When entering into a loan agreement, a borrower often has to agree to do more than make monthly repayments. Undertakings are one of the most common ways that these additional obligations are added to a loan contract. You should read any undertakings carefully before entering into a loan contract to make sure that you can comply with them. There are often very serious consequences if you cannot comply, including termination of the loan agreement. This article will explain what undertakings are and what can happen if you do not comply with them.

What Is an Undertaking?

At its most basic level, an undertaking is a promise. However, it is a promise that has very serious consequences if broken. That is because lenders use undertakings as a way of ensuring that their risk remains at an acceptable level. 

Generally, there are three types of undertakings: 

  • positive undertakings;
  • negative undertakings; and
  • financial covenants.

Positive Undertakings

Positive undertakings are promises to do specific things. This could be at a specific time or at the request of the lender. Positive undertakings usually relate to providing information or providing and maintaining security for the loan. The reason that lenders ask for positive undertakings is so that they can monitor their risk exposure and ensure that they have adequate security in place. 

For example, a lender may want to ensure that a customer’s house is insured. That way, they can still recover money from the insurer if the house burns down.

You should ensure that you are able to take any required action in the correct way and within the required timeframe. For example, if it takes you a few months to put together your annual forecasts, you should not undertake to provide them to the lender before they are ready.

Examples of positive undertakings

  • providing information about the financial position of the borrower annually or on request;
  • insuring and maintaining any secured property;
  • operating in accordance with applicable laws; and 
  • keeping all security interests registered and perfected.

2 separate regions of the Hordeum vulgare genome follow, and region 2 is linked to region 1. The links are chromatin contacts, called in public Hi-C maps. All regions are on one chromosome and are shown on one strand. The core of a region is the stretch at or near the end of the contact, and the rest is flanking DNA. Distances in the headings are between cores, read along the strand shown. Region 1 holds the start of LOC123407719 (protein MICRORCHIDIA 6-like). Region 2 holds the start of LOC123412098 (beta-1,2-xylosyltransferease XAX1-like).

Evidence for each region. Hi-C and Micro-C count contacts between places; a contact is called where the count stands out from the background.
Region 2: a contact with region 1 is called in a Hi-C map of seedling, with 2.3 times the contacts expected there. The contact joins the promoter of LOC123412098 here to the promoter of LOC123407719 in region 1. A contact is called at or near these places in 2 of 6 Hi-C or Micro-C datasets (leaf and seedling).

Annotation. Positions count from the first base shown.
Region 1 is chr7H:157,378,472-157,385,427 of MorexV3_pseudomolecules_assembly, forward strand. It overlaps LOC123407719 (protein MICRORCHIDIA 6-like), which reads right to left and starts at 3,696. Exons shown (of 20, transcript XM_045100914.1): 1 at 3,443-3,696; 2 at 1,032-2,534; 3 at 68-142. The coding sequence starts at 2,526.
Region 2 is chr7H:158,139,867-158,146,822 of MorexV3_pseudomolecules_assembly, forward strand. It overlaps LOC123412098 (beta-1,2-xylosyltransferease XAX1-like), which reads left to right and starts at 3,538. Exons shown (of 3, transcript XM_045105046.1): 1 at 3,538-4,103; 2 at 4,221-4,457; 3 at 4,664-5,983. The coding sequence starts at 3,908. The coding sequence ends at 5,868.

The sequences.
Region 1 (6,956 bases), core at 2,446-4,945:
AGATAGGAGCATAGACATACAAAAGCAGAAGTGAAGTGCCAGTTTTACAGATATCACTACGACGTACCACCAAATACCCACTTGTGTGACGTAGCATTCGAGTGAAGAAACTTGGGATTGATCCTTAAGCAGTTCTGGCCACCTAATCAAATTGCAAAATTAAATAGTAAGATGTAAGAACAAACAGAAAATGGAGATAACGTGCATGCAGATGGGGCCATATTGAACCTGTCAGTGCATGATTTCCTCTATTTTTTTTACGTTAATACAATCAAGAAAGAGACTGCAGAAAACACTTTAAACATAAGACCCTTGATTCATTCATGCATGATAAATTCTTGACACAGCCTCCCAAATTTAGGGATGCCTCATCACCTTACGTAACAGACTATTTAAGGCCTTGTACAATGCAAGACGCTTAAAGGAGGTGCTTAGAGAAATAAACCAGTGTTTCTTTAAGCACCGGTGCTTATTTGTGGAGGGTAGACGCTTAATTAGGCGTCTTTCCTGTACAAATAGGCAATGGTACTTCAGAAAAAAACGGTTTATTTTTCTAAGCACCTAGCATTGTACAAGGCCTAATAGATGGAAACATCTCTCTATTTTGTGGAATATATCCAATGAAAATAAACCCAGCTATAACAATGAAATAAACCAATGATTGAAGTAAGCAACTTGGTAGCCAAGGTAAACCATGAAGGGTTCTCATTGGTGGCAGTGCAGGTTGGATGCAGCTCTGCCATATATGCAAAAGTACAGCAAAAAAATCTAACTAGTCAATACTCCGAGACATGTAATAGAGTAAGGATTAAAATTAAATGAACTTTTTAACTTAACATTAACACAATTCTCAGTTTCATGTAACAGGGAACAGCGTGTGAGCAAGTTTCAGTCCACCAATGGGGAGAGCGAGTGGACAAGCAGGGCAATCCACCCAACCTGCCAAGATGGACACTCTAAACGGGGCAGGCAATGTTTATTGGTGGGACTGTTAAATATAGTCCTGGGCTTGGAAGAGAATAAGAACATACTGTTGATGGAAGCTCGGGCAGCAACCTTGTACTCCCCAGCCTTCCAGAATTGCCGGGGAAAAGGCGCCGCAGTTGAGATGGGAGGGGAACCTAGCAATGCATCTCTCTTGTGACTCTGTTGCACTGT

Negative Undertakings

Negative undertakings are promises not to do specific things. Their main purpose is to stop you from taking action that would increase the lender’s risk or make it more difficult for them to recover their money if you default. It is important to make sure that the things that you are promising not to do are within your control. Do not promise that someone else will not do something or make promises about a situation that you have no control over. 

Examples of negative undertakings include a promise not to: 

  1. make the security property a security for any other agreement (for example, by taking a second secured loan over the same house);
  2. sell important assets without the lender’s consent; and 
  3. borrow any further money from a different lender.

Financial Covenants

Financial covenants are positive or negative undertakings relating specifically to a borrower’s finances. Borrowers should exercise particular care to ensure that they are realistic and provide sufficient flexibility for their businesses to operate without breaching any covenants.

Examples of financial covenants include that the: 

  • lender’s facility will always take priority over the borrower’s other debts;
  • borrower will maintain a certain loan to value ratio for a secured property; and 
  • borrower will not declare any dividends or make any other shareholder payments without the lender’s consent.

What Happens if I Don’t Comply?

Usually, failure to comply will be an event of default under the loan agreement. This means that if you break your promise (and cannot fix it within any grace period), the lender will be able to demand immediate repayment of the loan. In addition, they may be able to bring a claim for breach of contract.

Top Tips to Ensure Compliance

Once you have entered into a loan agreement, you should note down and date any important dates relating to undertakings. For example, the deadline for the provision of information or the date for renewal of property insurance. You should also check that entering into your current loan agreement will not violate any undertakings contained in other existing loan agreements.

Key Takeaways

Undertakings are one of the key clauses in a loan agreement, and you should read them carefully before entering into a loan agreement. It is particularly important to make sure that you can comply with each undertaking and that it is within your control. You can take simple steps to ensure that you comply with your loan’s undertakings. For example, diarising important dates and ensuring the undertakings in your existing loan agreements do not clash with your current one. If you have any questions about your loan agreement, get in touch with LegalVision’s banking and finance lawyers on 1300 544 755 or fill out the form on this page. 

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